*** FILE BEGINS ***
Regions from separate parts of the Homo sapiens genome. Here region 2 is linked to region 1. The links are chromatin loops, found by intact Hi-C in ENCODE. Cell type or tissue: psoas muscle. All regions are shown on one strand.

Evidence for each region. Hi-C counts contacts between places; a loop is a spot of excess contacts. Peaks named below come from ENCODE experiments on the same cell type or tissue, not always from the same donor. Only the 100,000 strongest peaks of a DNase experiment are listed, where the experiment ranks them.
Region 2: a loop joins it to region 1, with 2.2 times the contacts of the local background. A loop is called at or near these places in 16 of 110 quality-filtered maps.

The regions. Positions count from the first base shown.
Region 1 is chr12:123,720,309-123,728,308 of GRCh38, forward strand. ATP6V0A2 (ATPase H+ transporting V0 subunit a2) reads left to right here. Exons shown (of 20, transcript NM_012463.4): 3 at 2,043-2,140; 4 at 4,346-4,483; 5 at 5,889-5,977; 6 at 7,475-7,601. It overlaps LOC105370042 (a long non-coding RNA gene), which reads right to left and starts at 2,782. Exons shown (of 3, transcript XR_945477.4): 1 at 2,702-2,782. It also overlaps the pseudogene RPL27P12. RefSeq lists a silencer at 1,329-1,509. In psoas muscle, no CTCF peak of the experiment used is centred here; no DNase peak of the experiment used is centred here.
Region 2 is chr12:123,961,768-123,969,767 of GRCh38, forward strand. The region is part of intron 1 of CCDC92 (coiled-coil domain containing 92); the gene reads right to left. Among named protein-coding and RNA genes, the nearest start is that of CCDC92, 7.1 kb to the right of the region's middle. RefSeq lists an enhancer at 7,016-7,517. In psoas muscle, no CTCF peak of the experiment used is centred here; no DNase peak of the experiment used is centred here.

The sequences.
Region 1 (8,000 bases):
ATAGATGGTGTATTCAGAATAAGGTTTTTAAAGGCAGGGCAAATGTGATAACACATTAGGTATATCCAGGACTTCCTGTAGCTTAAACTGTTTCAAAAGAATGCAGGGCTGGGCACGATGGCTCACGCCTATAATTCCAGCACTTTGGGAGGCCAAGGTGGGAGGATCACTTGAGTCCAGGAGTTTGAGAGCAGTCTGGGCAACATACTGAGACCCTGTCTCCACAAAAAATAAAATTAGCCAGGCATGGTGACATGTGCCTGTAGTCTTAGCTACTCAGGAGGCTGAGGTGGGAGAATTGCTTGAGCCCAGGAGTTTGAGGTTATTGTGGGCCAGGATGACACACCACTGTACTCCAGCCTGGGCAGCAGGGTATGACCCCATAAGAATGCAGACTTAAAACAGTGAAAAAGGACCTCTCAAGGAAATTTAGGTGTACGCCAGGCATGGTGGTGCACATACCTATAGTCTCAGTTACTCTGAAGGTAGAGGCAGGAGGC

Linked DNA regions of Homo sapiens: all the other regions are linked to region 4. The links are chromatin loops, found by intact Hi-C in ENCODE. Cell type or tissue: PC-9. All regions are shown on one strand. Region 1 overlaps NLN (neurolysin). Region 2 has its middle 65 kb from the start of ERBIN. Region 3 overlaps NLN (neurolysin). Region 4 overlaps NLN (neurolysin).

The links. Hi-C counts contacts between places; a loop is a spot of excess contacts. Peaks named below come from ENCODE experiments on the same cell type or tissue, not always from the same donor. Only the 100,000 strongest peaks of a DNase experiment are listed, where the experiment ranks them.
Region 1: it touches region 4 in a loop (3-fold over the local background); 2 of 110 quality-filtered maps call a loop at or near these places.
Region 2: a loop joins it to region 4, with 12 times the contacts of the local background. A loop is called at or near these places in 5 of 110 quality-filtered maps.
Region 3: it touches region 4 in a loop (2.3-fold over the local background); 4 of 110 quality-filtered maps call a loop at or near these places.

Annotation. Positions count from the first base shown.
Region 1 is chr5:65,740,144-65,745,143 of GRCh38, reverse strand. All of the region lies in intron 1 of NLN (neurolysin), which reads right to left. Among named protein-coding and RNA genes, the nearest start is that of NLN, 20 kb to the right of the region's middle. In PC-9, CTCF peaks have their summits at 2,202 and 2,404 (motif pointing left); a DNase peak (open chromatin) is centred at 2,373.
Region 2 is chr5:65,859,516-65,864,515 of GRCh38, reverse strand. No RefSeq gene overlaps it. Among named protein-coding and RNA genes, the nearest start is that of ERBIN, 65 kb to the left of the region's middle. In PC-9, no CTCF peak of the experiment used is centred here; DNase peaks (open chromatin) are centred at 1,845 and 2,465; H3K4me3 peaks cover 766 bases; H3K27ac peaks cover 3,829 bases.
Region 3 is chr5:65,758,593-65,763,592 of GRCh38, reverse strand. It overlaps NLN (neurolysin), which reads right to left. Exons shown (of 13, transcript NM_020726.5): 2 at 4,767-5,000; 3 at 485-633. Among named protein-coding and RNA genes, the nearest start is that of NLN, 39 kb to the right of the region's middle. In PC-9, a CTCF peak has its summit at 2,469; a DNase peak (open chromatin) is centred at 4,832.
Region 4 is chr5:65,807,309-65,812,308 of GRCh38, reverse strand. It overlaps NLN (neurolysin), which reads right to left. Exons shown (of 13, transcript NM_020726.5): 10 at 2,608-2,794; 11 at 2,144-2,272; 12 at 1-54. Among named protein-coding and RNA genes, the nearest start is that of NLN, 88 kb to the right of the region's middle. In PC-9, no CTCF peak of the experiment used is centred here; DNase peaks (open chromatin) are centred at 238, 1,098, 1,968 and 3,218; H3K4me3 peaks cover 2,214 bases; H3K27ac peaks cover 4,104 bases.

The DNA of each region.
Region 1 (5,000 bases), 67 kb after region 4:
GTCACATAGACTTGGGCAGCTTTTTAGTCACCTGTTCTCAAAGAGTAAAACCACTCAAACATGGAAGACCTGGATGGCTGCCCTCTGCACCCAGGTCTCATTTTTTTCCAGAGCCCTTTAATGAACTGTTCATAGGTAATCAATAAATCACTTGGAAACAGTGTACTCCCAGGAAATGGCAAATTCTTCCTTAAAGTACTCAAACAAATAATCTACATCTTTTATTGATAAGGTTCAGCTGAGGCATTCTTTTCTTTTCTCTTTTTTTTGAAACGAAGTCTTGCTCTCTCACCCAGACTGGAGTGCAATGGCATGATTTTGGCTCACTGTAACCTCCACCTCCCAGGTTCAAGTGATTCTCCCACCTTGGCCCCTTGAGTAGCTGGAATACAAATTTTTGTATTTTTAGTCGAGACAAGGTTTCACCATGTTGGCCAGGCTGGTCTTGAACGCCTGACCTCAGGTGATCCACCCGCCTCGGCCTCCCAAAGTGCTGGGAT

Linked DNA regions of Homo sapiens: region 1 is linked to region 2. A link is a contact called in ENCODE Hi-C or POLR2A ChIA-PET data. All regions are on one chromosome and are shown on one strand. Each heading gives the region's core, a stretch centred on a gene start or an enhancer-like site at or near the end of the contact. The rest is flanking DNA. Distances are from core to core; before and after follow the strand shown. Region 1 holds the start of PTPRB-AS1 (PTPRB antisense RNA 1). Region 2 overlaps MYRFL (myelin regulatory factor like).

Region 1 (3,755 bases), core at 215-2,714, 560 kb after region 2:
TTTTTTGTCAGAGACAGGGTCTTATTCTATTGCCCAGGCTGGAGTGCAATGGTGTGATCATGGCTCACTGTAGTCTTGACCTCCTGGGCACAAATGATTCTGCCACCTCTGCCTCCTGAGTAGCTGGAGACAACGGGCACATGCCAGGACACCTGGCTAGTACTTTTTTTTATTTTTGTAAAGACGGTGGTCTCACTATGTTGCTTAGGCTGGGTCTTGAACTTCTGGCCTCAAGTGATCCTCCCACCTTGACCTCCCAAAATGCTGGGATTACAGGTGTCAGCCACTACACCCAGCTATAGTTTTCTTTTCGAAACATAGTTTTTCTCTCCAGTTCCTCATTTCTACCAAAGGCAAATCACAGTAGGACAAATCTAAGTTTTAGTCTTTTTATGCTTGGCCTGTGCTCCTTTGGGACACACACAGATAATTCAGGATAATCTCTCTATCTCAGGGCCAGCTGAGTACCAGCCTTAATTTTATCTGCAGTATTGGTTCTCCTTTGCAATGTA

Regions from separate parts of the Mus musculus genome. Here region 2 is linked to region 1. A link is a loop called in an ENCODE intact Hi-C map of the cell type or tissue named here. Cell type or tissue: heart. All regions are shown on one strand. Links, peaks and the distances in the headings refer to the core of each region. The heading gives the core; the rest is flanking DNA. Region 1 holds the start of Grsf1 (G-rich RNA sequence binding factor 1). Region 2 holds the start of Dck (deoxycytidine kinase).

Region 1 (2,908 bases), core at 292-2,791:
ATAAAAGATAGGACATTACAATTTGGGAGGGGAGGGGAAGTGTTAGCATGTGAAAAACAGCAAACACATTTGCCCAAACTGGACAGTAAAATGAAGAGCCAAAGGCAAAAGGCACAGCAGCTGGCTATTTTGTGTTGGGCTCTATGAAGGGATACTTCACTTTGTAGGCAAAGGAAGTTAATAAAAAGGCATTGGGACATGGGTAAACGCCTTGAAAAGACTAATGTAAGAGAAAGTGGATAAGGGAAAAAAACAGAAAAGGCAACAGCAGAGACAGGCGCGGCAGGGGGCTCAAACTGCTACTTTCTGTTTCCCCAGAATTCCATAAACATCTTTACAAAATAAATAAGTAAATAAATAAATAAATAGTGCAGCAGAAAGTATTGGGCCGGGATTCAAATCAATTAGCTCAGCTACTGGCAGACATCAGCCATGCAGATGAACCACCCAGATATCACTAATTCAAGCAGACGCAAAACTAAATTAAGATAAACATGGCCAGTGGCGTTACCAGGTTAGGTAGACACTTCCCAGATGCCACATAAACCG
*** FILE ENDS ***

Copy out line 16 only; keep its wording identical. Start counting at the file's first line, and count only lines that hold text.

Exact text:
Region 1 is chr5:65,740,144-65,745,143 of GRCh38, reverse strand. All of the region lies in intron 1 of NLN (neurolysin), which reads right to left. Among named protein-coding and RNA genes, the nearest start is that of NLN, 20 kb to the right of the region's middle. In PC-9, CTCF peaks have their summits at 2,202 and 2,404 (motif pointing left); a DNase peak (open chromatin) is centred at 2,373.